A key problem of the decision to electrify the powertrains of personal and road-freight vehicles in most industrialized countries is that it was purely politically, not market, driven outside of China (and I think Korea and perhaps even Japan). The “scientific model” making bureaucrats in support of the lowest common denominator social justice, re-election, and personal profit driven politicians, have crafted convenient, unverifiable, and thus non-scientific theories to support the wealth robbery from the 99%. Yet that fact, that the driver for this transformation, is synthetic, not natural, has been simply ignored by the neo-liberal efficient market promoters and operators. This political decision’s effect, on the demand for the currently classified “critical metals and materials”, has distorted the market for certain materials substantially. There are two aspects of this politically invented demand driver that affect and distort separate areas of our technological economy: First there is the effect on the overall production of natural resources, which is rarely, in any case, allowed to achieve equilibrium (a balance of demand and supply) and second there is the effect on the downstream demand for engineered materials (the end user forms created by technologies that transform the minerals brought from the earth into the end-use products in which they are necessary either for the structure or more-importantly-today for their mode of operation (mechanical or electronic).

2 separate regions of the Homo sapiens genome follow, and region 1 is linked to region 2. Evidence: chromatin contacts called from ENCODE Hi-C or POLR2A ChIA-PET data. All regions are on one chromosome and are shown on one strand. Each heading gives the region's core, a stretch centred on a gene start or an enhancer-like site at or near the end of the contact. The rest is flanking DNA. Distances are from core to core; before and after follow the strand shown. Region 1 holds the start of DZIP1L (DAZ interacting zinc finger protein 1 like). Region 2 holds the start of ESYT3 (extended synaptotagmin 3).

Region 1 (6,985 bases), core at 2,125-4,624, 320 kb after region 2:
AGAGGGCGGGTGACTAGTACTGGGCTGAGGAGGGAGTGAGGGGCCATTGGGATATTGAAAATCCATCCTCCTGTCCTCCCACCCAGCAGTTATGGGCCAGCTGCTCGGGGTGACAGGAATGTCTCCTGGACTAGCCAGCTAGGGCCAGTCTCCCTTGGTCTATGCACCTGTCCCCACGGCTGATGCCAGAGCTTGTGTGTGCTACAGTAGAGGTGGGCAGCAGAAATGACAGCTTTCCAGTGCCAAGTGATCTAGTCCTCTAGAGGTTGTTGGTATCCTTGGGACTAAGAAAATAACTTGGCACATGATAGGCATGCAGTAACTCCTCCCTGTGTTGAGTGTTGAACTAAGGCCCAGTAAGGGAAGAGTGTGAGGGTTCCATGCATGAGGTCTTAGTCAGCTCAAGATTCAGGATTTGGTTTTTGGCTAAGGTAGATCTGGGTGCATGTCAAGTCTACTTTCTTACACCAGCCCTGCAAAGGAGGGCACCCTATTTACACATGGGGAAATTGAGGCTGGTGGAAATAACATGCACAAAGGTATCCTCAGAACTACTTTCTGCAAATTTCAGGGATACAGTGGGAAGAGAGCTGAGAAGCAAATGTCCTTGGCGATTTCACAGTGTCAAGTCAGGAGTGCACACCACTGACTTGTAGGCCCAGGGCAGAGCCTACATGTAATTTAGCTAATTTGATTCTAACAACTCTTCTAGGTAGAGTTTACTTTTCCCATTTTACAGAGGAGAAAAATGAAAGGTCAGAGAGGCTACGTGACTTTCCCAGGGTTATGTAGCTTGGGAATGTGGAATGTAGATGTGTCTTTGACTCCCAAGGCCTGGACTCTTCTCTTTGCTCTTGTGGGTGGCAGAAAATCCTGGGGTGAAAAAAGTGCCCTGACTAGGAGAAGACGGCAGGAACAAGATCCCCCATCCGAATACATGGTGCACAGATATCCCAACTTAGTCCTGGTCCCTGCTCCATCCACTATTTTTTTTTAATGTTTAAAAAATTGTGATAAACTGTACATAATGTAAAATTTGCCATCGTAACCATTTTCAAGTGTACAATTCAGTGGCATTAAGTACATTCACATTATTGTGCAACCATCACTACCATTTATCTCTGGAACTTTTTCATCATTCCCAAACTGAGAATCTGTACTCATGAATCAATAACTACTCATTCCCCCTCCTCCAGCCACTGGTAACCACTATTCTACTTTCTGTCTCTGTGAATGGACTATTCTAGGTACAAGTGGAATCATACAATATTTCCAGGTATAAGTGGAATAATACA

The true “free” market is not driving the demand for the transformation of the motor vehicle economy from internal combustion powertrains to a regime of electrified motor vehicles, but market mechanisms do drive the investment in the supply of critical materials both natural and engineered that are necessary to produce the electrified vehicles. This is the disconnect in the marketplace that is driving the price increases seen in the natural resources production markets but not, so far, in lockstep in the engineered materials markets. The wildly varying “predictions” ( i.e., guesses and wishful self -enriching fantasies) of the time it will take to transform the powertrain fuel systems in question have completely distorted the markets for some key technology metals and materials.
A prime example of this distortion is the belief that that sufficient cobalt can be produced from known and indicated/inferred sources to enable the total replacement of the global fleet of internal combustion powered vehicles by electrified power trains. This is a scientifically illiterate fantasy unsubstantiated by the data measured in the real world or its reasoned analysis. There is no other more appropriate description than fantasy, or, euphemistically, magical thinking, for the lack of knowledge of the geology and geography of natural resources and the technologies required for their production shown by the majority of financial analysts.
The answer to the question, “Is it possible to have a sufficient supply of cobalt for use in the highest practical charge density/storage of electricity lithium ion battery chemistry currently known to allow for long range internal combustion (of fossil fuels) powered motor vehicles in wide use today to be replaced by battery powered vehicles with similar ranges (on a single charge)?”, is no. There is not enough accessible cobalt in nature for this purpose. Yet the electrification of motor vehicles meme continues as if the efficient market hypothesis is a law obeyed by natural resources.